This Republic Of Suffering: Death And The American Civil War, by Drew Gilpin Faust
This is an interesting book, and one that comes from the president of Harvard University and a long time and well-regarded professor of history. At its core, this is a book that reflects upon the mortality of the Civil War and how that influenced the thinking and behavior of Civil War soldiers and civilians as they coped with death and suffering on a massive scale . Yet although this book is insightful and an interesting read, it is missing something profoundly, and that is a full ability to empathize with and relate to the worldview of the people at the time. At no point in this book are you unaware that the author does not share the faith of the people at the time. This is a “post-Christian” book and that just sits poorly with this reader. Even if the author tries to be fair to the way the people of the time thought, this album has a sense of irony and distance that sits poorly with the book’s grim and determined focus on death and suffering. Overall, the tone of the book and its content are too clashing to make this book a truly excellent one.
In terms of its contents, this book has a bit over 250 pages of content that is divided by the author into such subjects as dying, killing, burying, naming, realizing, believing and doubting, accounting, numbering, and surviving. This is a book that takes a high level view of the subjects at hand, starting with various themes that it wants to cover and then finding worthwhile examples from the immense writing of the time. And let us make no mistake, the author does a great job at finding evidence of the importance of an odd mixture of nationalism, Victorian Christianity, the rise of evolution and industrialization, and even Roman Catholicism with the art of dying. If you are looking for a top-down examination of death and suffering in the Civil War that explores the tension between death on a massive scale and the struggle to maintain humanity, this book certainly provides a lot of thought-provoking insight. As a data scientist by profession, the author’s comments on the specious exactitude of statistics of dead and wounded being based on bad data with vague memory supplying the hard data is certainly on point–this is a book that has a great deal of contemporary relevance concerning the struggle between death and suffering as statistic and as individually felt.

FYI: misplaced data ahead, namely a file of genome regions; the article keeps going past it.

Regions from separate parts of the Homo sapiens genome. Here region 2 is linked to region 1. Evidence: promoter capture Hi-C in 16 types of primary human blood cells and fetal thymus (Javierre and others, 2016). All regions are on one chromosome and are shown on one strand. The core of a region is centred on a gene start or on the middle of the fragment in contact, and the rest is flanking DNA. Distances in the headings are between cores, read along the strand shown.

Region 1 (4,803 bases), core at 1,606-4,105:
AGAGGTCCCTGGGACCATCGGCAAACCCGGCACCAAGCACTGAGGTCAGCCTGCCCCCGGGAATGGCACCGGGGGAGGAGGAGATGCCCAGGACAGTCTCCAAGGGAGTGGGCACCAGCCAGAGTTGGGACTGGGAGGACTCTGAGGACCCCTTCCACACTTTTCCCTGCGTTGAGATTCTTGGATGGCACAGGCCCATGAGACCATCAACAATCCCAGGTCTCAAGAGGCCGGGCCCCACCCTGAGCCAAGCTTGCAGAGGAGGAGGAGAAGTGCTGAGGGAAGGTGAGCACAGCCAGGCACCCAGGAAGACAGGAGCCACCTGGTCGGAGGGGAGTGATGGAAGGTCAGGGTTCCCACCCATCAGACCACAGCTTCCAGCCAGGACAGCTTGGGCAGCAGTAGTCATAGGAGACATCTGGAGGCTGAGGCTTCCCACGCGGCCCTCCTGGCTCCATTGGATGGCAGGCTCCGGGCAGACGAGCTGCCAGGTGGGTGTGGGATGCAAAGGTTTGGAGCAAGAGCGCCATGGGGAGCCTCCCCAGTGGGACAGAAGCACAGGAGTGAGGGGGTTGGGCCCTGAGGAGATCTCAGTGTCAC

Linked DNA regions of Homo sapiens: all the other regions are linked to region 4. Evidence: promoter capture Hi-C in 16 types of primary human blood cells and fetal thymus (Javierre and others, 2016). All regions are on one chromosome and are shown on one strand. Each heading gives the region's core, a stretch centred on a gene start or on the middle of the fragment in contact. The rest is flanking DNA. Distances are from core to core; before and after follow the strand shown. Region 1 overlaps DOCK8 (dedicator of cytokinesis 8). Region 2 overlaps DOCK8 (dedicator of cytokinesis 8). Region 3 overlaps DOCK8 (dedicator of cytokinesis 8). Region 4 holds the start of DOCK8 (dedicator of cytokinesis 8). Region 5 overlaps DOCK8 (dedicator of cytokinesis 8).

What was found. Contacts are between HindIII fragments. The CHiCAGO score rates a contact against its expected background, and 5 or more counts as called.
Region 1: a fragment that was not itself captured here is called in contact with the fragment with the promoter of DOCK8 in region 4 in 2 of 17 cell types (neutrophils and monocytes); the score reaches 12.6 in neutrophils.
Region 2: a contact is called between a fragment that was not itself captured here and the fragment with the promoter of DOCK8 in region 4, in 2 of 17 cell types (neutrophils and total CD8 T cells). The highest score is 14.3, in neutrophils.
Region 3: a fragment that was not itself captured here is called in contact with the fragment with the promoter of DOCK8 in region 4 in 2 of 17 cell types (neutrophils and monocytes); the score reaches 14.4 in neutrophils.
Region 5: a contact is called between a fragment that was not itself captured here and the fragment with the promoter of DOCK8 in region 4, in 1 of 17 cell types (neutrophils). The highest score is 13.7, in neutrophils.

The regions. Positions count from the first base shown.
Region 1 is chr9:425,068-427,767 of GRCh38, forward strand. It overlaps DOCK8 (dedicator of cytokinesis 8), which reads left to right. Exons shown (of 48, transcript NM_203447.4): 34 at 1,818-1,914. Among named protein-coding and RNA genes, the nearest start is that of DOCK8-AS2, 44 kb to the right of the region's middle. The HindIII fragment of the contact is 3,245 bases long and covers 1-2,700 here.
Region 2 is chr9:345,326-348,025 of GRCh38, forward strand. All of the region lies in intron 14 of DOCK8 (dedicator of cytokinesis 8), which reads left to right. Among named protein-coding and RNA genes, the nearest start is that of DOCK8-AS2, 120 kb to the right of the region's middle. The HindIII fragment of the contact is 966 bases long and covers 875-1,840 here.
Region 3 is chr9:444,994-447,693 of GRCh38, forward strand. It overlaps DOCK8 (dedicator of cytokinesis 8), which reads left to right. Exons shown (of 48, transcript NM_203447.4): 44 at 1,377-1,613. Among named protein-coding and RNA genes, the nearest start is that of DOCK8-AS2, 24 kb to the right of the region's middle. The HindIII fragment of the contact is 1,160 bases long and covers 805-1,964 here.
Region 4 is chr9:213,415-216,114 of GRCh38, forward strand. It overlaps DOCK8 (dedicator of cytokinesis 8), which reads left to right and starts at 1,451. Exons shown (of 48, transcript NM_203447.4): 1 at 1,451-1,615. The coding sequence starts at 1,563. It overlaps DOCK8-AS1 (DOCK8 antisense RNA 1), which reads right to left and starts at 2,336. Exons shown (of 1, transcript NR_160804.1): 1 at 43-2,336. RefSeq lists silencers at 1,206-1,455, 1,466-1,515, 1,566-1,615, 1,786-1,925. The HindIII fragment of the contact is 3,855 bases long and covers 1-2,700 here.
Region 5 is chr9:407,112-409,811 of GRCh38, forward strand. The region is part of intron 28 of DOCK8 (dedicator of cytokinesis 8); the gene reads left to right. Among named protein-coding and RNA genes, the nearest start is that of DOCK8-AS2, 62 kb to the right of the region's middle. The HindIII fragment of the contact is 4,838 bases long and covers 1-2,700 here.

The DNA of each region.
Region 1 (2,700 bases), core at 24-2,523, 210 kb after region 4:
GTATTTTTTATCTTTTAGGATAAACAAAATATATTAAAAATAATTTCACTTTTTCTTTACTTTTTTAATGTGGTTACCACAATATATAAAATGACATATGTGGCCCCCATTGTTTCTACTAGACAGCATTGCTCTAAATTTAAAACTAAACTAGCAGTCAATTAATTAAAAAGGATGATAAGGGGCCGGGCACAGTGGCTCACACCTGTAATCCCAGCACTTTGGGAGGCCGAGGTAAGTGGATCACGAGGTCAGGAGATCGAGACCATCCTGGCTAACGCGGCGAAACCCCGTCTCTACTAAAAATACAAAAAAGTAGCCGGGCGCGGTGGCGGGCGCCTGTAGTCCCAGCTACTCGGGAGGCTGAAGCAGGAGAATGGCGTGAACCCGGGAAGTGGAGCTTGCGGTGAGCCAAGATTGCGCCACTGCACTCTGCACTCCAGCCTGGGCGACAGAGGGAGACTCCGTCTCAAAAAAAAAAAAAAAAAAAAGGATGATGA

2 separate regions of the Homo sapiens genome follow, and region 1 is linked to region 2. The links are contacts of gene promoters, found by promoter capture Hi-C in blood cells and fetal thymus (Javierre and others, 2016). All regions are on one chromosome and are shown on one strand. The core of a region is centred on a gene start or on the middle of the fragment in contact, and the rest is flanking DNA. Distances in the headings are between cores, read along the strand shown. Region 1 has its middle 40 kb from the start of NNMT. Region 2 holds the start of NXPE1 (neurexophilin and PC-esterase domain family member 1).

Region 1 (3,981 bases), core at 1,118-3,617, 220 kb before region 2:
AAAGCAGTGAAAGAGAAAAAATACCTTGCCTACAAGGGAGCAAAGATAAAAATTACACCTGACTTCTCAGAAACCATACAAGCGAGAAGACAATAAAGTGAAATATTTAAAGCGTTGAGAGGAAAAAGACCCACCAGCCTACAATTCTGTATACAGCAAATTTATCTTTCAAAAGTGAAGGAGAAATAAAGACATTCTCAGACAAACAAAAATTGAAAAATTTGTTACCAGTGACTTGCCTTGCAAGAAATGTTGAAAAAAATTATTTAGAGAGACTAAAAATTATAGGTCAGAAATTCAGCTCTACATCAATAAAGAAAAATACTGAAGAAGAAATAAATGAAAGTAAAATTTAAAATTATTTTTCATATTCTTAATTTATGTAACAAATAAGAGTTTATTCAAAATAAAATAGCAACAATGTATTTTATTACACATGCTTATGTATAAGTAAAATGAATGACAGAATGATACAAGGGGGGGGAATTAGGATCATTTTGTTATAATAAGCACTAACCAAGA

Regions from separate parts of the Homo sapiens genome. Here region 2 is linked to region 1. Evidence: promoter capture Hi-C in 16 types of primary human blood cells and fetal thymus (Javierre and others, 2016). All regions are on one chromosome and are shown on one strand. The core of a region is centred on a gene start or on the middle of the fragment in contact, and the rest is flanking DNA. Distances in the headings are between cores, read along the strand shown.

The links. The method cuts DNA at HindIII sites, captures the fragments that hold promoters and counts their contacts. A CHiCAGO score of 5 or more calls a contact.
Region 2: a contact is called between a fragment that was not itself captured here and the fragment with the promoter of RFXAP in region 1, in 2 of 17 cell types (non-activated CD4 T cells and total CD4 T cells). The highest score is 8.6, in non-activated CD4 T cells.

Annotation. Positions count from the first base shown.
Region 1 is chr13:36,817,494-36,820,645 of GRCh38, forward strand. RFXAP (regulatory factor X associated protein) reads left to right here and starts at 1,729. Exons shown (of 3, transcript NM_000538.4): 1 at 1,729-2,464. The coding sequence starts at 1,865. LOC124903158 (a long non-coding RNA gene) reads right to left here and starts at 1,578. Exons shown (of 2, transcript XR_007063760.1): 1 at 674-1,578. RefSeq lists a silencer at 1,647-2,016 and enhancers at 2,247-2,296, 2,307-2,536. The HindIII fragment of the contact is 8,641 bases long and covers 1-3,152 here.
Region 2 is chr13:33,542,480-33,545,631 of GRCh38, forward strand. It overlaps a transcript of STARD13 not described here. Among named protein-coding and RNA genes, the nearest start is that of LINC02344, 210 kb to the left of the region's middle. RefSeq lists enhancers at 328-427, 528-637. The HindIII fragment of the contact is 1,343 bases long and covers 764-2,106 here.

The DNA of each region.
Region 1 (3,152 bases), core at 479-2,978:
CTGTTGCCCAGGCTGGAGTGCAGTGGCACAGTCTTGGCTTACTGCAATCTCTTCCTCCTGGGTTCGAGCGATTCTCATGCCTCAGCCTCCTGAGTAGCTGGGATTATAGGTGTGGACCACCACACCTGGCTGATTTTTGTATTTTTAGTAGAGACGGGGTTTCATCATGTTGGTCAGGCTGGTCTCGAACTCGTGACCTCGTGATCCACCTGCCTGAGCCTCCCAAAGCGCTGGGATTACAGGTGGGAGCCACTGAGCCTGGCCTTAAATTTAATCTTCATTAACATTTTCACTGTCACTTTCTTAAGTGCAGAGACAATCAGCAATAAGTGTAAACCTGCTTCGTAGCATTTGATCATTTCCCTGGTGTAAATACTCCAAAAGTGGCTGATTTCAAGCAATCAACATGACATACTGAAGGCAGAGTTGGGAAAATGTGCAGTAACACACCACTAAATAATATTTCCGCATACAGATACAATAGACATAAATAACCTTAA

If I seem to harp on the importance of relating to the worldview of the people of the Civil War, there is a good reason for that. When I was reading this book, and reading the way that the author pointed out that the massive death of the time caused a lot of people to question their faith in God, a rather dark insight came to my mind that the author seemed unaware of. Both the North and South were complicit in slavery and to some extent profited off of it. Yet the Civil War seemed to spur reflection by neither side–Abraham Lincoln himself came to a deeper expression of faith in divine providence and God’s judgment, but few others did. If the author seems to praise Ambrose Bierce and others for grim insight, the author fails to recognize the lack of insight of the people of the time. The massive death of the Civil War did not mean that God had failed–it meant that people had failed, and that there was a chance to repent and turn to God, an opportunity that was largely missed. Understanding and grasping the meaning of death without having the proper worldview to give meaning to life is a futile task, though.
 See, for example: